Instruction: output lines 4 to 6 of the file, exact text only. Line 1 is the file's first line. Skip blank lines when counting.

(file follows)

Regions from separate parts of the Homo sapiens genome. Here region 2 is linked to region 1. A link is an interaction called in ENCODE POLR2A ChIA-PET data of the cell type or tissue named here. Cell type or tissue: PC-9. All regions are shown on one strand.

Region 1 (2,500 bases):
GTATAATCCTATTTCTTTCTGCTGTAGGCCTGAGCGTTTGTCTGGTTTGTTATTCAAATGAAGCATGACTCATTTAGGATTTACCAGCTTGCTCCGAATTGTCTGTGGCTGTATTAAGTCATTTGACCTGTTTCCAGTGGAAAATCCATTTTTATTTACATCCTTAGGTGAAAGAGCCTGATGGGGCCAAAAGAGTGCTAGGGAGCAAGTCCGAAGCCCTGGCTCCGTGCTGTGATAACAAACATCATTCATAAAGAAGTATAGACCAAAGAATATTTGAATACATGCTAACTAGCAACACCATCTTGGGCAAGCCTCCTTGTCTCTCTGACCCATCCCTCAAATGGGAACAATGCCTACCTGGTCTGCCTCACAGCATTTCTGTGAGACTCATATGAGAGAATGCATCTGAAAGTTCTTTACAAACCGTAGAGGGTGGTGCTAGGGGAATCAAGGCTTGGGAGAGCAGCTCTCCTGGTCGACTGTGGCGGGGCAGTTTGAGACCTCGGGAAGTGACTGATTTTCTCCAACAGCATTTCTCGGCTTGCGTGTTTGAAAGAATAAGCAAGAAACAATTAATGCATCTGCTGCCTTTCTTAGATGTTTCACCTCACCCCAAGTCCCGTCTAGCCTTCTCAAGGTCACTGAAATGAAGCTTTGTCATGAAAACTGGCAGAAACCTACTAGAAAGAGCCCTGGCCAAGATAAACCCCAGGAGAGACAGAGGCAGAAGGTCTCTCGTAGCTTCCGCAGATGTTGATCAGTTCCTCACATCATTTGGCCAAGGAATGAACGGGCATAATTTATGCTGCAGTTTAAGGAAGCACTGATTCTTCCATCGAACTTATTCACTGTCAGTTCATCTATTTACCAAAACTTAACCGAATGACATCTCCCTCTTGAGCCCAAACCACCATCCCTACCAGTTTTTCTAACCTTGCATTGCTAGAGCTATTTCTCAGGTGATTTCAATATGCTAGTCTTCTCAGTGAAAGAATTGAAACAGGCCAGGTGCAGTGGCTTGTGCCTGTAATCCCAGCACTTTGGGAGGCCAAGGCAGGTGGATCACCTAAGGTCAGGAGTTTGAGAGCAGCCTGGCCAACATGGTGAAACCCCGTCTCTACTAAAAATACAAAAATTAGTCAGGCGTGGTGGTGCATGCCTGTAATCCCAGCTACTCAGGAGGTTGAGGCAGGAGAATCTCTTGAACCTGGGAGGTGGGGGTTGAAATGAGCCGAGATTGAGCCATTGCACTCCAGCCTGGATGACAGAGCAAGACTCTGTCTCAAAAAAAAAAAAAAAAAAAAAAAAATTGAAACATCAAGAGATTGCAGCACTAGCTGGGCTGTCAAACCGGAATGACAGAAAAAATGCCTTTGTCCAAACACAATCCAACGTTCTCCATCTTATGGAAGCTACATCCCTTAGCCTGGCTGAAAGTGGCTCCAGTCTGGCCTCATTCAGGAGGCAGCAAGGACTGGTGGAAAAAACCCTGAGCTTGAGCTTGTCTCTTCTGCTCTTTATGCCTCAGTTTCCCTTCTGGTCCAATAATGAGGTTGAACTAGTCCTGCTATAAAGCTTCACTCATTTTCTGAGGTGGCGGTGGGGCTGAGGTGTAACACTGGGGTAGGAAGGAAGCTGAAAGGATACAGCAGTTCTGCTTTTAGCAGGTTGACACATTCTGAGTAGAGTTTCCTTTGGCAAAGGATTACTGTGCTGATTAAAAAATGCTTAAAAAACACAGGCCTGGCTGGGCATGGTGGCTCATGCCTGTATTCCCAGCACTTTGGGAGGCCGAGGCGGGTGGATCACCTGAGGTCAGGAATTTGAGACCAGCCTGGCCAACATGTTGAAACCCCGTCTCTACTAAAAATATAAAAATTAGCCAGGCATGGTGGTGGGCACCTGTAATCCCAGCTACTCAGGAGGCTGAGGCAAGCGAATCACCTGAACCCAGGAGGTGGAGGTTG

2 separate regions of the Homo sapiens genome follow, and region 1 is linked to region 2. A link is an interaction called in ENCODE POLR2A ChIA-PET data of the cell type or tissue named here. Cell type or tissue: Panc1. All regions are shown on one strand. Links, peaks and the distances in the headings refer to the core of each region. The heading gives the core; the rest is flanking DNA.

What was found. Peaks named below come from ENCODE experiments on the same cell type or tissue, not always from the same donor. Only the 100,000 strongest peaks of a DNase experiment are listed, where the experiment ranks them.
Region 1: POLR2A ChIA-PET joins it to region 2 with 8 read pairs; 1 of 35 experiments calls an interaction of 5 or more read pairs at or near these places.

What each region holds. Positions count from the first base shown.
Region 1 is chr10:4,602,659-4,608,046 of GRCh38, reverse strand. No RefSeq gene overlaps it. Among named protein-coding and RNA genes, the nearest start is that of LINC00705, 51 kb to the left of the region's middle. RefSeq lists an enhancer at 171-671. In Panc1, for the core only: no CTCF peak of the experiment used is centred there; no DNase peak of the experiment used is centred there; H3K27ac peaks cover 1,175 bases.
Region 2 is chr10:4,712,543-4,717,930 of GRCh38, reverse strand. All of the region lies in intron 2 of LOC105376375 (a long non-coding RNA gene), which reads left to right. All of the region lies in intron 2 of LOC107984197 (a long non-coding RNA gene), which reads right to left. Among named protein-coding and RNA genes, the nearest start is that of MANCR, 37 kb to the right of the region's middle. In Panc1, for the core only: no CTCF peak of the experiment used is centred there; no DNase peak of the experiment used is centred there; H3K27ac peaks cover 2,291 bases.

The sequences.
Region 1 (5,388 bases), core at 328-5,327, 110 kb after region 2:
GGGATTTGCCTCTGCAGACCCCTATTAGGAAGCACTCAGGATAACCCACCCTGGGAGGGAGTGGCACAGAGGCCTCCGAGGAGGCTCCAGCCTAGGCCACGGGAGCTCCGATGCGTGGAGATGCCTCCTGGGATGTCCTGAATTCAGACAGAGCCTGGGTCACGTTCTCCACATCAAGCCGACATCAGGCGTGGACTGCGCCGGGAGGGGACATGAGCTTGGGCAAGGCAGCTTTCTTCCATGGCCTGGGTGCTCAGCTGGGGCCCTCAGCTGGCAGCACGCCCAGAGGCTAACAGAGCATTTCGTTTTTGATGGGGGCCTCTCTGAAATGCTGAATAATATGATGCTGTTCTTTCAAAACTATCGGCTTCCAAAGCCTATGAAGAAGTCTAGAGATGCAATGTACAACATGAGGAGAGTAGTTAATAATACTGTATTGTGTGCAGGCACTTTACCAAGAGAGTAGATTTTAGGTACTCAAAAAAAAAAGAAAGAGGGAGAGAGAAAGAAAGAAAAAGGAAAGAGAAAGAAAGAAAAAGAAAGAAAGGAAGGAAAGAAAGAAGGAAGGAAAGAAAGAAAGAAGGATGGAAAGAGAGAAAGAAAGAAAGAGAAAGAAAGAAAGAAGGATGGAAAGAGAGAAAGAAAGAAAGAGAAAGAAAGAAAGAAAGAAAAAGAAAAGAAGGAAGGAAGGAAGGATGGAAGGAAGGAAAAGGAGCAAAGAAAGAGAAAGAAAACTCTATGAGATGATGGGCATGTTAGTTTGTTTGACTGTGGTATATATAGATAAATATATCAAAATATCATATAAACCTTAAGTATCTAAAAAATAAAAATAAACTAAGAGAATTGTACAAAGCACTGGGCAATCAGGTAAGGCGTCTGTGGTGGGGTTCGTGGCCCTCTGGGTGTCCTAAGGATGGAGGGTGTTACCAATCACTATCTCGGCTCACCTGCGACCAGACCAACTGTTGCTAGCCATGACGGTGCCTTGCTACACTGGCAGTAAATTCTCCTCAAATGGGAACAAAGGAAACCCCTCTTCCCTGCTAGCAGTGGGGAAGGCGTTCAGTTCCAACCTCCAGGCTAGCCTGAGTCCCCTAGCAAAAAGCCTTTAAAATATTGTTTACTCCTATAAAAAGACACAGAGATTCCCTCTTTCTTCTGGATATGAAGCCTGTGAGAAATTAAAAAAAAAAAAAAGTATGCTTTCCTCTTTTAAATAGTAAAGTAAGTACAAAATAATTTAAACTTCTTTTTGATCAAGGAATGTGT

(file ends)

2 separate regions of the Homo sapiens genome follow, and region 1 is linked to region 2. A link is an interaction called in ENCODE POLR2A ChIA-PET data of the cell type or tissue named here. Cell type or tissue: Panc1. All regions are shown on one strand. Links, peaks and the distances in the headings refer to the core of each region. The heading gives the core; the rest is flanking DNA.

What was found. Peaks named below come from ENCODE experiments on the same cell type or tissue, not always from the same donor. Only the 100,000 strongest peaks of a DNase experiment are listed, where the experiment ranks them.
Region 1: POLR2A ChIA-PET joins it to region 2 with 8 read pairs; 1 of 35 experiments calls an interaction of 5 or more read pairs at or near these places.